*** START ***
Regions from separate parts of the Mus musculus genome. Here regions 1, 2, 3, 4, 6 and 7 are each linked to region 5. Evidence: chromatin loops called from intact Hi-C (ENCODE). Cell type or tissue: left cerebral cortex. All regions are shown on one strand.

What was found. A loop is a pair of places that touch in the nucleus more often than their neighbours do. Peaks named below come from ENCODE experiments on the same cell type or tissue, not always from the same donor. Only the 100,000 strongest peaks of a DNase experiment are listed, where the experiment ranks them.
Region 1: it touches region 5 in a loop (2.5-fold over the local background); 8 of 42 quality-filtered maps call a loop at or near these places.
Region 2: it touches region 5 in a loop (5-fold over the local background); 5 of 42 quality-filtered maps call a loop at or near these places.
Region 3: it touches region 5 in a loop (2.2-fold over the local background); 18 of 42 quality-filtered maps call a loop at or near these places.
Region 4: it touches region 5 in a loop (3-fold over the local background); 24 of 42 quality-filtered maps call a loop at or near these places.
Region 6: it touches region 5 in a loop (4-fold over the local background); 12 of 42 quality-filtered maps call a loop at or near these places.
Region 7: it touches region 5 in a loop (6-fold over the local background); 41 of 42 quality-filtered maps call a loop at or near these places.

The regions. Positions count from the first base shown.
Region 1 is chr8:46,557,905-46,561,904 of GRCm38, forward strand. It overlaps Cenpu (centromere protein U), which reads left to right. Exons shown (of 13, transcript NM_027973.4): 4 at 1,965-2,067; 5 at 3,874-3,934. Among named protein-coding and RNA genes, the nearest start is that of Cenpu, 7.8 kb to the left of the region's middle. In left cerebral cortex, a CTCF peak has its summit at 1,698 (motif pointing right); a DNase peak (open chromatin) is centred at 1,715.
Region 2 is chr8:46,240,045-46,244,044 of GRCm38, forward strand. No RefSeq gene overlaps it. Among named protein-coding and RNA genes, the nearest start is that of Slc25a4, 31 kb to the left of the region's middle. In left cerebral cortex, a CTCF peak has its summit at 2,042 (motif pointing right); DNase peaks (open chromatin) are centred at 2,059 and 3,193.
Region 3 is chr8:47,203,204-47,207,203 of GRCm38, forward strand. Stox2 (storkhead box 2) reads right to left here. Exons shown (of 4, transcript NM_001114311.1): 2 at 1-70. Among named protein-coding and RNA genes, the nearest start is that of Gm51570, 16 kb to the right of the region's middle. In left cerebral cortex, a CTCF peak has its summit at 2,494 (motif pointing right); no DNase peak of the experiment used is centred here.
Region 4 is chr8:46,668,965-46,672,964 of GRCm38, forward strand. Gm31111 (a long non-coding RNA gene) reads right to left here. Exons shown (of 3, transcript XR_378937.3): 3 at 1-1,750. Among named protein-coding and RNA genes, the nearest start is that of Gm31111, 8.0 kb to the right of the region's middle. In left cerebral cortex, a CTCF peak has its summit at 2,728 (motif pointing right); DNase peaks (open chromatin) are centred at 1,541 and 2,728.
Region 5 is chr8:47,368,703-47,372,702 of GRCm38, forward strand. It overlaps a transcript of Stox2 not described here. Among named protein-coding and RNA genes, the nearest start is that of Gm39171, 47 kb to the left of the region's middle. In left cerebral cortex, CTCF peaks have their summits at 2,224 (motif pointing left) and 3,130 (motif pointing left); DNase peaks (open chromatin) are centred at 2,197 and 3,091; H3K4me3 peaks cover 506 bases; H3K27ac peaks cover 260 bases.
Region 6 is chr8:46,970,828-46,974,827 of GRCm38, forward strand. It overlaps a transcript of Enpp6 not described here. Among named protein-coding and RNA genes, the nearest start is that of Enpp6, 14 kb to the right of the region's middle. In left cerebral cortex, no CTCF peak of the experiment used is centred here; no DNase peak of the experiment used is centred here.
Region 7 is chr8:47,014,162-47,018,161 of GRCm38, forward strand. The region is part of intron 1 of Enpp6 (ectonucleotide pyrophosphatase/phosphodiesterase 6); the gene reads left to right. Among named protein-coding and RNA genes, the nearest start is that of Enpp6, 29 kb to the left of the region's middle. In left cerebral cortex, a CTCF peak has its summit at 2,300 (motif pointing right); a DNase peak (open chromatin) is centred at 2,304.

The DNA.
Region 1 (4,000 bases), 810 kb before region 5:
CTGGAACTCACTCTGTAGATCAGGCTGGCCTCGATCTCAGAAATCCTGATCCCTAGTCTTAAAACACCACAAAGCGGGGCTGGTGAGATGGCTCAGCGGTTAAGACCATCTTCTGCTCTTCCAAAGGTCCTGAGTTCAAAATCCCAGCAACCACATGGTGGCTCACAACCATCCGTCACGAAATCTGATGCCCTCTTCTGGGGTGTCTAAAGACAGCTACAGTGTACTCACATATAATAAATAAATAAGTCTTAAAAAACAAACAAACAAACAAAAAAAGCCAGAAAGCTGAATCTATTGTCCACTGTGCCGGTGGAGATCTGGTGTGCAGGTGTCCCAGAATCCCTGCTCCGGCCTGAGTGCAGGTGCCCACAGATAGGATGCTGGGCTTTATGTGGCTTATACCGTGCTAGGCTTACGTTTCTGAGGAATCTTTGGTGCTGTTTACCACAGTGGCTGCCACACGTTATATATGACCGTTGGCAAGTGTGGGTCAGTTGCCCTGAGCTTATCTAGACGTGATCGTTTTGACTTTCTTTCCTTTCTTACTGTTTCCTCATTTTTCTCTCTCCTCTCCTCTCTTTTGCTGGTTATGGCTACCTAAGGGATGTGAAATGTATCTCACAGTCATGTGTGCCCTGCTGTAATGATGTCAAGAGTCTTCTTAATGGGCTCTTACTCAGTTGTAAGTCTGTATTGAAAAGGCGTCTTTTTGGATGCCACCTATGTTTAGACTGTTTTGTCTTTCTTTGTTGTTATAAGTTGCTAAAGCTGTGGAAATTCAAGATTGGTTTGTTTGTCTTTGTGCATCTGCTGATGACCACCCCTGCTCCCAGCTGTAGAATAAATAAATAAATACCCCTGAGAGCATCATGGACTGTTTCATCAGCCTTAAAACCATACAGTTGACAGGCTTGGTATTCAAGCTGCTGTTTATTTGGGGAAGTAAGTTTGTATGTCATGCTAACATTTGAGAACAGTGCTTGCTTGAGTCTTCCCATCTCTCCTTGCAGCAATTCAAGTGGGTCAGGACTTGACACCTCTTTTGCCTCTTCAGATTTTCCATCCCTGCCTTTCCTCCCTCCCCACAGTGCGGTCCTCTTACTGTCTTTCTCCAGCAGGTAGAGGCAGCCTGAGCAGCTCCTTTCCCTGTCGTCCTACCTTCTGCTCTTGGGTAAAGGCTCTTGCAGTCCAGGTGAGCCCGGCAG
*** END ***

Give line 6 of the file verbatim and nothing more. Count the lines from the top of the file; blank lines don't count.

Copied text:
Region 4: it touches region 5 in a loop (3-fold over the local background); 24 of 42 quality-filtered maps call a loop at or near these places.